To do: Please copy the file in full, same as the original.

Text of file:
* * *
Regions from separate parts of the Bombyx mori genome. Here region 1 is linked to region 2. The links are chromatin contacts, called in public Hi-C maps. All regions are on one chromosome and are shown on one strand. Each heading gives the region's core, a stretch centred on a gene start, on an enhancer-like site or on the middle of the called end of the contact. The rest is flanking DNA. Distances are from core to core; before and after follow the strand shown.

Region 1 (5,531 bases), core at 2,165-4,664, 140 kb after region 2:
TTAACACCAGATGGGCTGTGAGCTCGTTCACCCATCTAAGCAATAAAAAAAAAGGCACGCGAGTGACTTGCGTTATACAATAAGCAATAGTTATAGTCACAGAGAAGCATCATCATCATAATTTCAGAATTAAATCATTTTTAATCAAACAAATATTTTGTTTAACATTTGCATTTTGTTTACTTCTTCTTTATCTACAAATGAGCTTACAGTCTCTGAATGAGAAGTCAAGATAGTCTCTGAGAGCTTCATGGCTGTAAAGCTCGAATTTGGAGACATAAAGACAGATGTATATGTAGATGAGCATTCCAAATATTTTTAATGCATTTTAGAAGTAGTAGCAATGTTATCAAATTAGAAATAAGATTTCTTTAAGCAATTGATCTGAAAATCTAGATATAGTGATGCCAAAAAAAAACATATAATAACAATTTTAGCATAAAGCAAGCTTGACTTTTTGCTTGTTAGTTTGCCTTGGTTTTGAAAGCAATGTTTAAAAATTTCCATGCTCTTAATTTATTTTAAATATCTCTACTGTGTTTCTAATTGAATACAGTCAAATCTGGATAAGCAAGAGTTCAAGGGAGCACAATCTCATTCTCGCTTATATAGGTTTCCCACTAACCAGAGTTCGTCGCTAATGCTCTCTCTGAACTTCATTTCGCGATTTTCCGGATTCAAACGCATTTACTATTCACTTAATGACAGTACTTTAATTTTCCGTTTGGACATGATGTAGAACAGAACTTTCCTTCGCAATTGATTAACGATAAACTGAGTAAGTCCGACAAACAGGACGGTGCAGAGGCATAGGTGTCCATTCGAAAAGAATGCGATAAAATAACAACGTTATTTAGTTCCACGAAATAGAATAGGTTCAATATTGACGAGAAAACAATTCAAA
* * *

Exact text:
Regions from separate parts of the Bombyx mori genome. Here region 1 is linked to region 2. The links are chromatin contacts, called in public Hi-C maps. All regions are on one chromosome and are shown on one strand. Each heading gives the region's core, a stretch centred on a gene start, on an enhancer-like site or on the middle of the called end of the contact. The rest is flanking DNA. Distances are from core to core; before and after follow the strand shown.

Region 1 (5,531 bases), core at 2,165-4,664, 140 kb after region 2:
TTAACACCAGATGGGCTGTGAGCTCGTTCACCCATCTAAGCAATAAAAAAAAAGGCACGCGAGTGACTTGCGTTATACAATAAGCAATAGTTATAGTCACAGAGAAGCATCATCATCATAATTTCAGAATTAAATCATTTTTAATCAAACAAATATTTTGTTTAACATTTGCATTTTGTTTACTTCTTCTTTATCTACAAATGAGCTTACAGTCTCTGAATGAGAAGTCAAGATAGTCTCTGAGAGCTTCATGGCTGTAAAGCTCGAATTTGGAGACATAAAGACAGATGTATATGTAGATGAGCATTCCAAATATTTTTAATGCATTTTAGAAGTAGTAGCAATGTTATCAAATTAGAAATAAGATTTCTTTAAGCAATTGATCTGAAAATCTAGATATAGTGATGCCAAAAAAAAACATATAATAACAATTTTAGCATAAAGCAAGCTTGACTTTTTGCTTGTTAGTTTGCCTTGGTTTTGAAAGCAATGTTTAAAAATTTCCATGCTCTTAATTTATTTTAAATATCTCTACTGTGTTTCTAATTGAATACAGTCAAATCTGGATAAGCAAGAGTTCAAGGGAGCACAATCTCATTCTCGCTTATATAGGTTTCCCACTAACCAGAGTTCGTCGCTAATGCTCTCTCTGAACTTCATTTCGCGATTTTCCGGATTCAAACGCATTTACTATTCACTTAATGACAGTACTTTAATTTTCCGTTTGGACATGATGTAGAACAGAACTTTCCTTCGCAATTGATTAACGATAAACTGAGTAAGTCCGACAAACAGGACGGTGCAGAGGCATAGGTGTCCATTCGAAAAGAATGCGATAAAATAACAACGTTATTTAGTTCCACGAAATAGAATAGGTTCAATATTGACGAGAAAACAATTCAAA